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Cedar Rapids, Iowa 52401
DES MOINES — Drought conditions persist in some parts of Iowa, but substantial weekend rainstorms “took the edge off” concerns over developing corn and soybean crops, state officials said Monday.
At the same time, hail and strong winds that accompanied thunderstorms bringing welcomed precipitation created new issues in some parts of Iowa where weather officials are redrawing the boundaries on the locations still facing ongoing severe drought and dryness, according to the USDA’s National Agricultural Statistics Service weekly crop report issued Monday.
“The drought has been building in the state since the latter part of 2019, so we’ve been working into this drought situation for 18 months,” said Tim Hall, coordinator of hydrology resources for the state Department of Natural Resources. “One rain storm on one weekend is not going to cure us of the issue, but it certainly is encouraging and moves us in the direction we want to be in.”
State Climatologist Justin Glisan said a majority of Iowa’s reporting stations observed above-average rainfall, with parts of southern Iowa measuring amounts from 1 to 3 inches above average.
Weekly precipitation totals in inches ranged from 0.14 at Waterloo to 4.8 in Adair County. The statewide weekly average precipitation was 1.89 inches, while the normal is about 0.8.
Some parts of Iowa got more rain over the weekend than they did during the entire month of May, said Hall, who likened the effect of the 2 to 3 inches reported around Iowa to a teacher who calls a parent to inform them their straight-D student now is getting C grades.
“We would say that’s improvement but it’s not where we want to be yet,” he said. “It takes the edge off of some really critical situations that potentially could have developed. It buys us time to wait for some more rain so it’s great.”
“What we saw this weekend was just about perfect. It was decent rainfall that came over a fairly long period of time so we didn’t have flash flooding. So it was really good,” Hall added. “It’s going to build up the soil moisture, it’s going to build up the shallow groundwater, it’s going to build up the stream flow. But it’s going to be several months before we start to look back at the drought and say, ‘Well I’m glad that’s over.’ ”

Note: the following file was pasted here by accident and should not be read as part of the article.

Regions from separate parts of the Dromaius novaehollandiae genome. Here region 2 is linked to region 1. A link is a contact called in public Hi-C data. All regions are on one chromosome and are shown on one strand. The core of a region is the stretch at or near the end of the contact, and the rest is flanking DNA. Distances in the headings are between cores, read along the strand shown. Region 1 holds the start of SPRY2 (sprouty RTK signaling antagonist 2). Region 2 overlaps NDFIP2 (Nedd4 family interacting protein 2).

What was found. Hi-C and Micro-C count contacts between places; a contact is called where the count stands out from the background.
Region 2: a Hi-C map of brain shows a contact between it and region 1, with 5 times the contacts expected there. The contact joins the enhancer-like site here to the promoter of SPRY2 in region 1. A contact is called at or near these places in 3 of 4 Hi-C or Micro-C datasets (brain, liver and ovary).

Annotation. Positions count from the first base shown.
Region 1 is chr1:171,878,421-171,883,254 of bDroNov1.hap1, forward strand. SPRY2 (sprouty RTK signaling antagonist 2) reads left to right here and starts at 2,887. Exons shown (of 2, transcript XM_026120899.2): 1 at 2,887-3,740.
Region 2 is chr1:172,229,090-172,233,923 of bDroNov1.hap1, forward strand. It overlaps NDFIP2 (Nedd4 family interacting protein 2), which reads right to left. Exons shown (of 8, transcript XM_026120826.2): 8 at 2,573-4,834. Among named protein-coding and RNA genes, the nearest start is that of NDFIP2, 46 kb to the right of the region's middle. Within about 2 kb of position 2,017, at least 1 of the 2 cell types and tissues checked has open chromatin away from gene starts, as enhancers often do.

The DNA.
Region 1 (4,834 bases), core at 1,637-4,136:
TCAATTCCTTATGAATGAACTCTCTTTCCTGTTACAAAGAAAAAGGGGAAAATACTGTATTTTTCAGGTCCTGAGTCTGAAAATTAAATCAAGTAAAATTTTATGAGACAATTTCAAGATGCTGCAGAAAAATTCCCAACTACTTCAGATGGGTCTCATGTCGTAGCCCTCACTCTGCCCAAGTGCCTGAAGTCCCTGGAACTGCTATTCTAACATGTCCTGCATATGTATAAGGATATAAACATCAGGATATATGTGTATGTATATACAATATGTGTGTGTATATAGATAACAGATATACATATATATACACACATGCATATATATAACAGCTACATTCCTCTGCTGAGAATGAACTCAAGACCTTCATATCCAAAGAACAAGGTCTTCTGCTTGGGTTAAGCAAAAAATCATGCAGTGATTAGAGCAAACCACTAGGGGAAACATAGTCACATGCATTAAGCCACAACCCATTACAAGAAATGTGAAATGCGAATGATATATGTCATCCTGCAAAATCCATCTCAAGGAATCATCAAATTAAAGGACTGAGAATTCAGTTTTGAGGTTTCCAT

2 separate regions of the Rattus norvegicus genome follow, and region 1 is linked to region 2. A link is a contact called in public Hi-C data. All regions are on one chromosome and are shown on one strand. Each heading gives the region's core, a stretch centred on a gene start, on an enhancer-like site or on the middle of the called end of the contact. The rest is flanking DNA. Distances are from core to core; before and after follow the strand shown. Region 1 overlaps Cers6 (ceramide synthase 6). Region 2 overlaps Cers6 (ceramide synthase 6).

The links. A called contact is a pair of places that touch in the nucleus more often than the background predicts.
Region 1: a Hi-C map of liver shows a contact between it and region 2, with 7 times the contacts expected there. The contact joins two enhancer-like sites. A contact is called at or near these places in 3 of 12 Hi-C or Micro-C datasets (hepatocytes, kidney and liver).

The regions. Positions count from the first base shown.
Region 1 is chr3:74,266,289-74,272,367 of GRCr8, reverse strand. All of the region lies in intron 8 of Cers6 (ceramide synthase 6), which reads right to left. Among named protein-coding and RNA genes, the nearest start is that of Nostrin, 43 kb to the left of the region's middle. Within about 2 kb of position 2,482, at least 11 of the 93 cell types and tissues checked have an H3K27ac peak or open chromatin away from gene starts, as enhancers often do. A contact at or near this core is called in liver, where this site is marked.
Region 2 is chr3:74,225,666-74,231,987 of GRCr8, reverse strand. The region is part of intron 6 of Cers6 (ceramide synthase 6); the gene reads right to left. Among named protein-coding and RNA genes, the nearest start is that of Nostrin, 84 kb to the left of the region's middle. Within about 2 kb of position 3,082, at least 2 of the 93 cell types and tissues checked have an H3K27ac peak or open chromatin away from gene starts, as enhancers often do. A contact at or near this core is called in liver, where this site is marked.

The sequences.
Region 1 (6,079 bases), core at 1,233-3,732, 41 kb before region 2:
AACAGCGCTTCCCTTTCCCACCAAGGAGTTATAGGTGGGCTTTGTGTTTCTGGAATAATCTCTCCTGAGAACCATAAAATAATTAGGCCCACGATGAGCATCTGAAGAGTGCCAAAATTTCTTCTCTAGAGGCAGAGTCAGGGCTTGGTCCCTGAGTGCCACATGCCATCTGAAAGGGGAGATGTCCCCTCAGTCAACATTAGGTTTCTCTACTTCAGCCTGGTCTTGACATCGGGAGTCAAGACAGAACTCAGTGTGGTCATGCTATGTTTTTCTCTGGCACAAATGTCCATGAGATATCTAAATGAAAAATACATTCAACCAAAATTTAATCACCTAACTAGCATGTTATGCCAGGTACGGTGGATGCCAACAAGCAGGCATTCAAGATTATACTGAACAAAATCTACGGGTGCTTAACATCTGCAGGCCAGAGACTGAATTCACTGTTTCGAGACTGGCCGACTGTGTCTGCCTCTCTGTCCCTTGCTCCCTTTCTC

But right now, he said, most of Iowa is at least 5 inches — if not 10 to 15 inches — behind for the last 18 months, and weekly rains averaging eight-tenths of an inch to 1.5 inches are needed in July, August and into September to get back to normal precipitation amounts of about 4 inches per month.
“If we get rainfall that’s normal to above normal throughout the balance of the summer into the fall, we could see a complete turnaround on drought conditions by the end of the fall,” Hall noted. “So it’s probably not going to be July, it’s probably not going to be August, it’s probably going to be September or October before we start to find ourselves on the other side of the drought issue.”
Topsoil moisture levels rated 9 percent very short, 31 percent short, 56 percent adequate and 4 percent surplus, while 56 percent of subsoil moisture levels were rated short to very short with 42 percent adequate, according to the latest Iowa crop report.
Iowa’s corn condition improved slightly to 66 percent good to excellent while the soybean crop’s rating was 65 percent good to excellent.
“This past week’s widespread rainfall brought much-needed relief to farmers as the crop enters an important period in the growing season,” Iowa Agriculture Secretary Mike Naig said. “Forecasts continue to show promising chances of rain and seasonal temperatures in the week ahead.”
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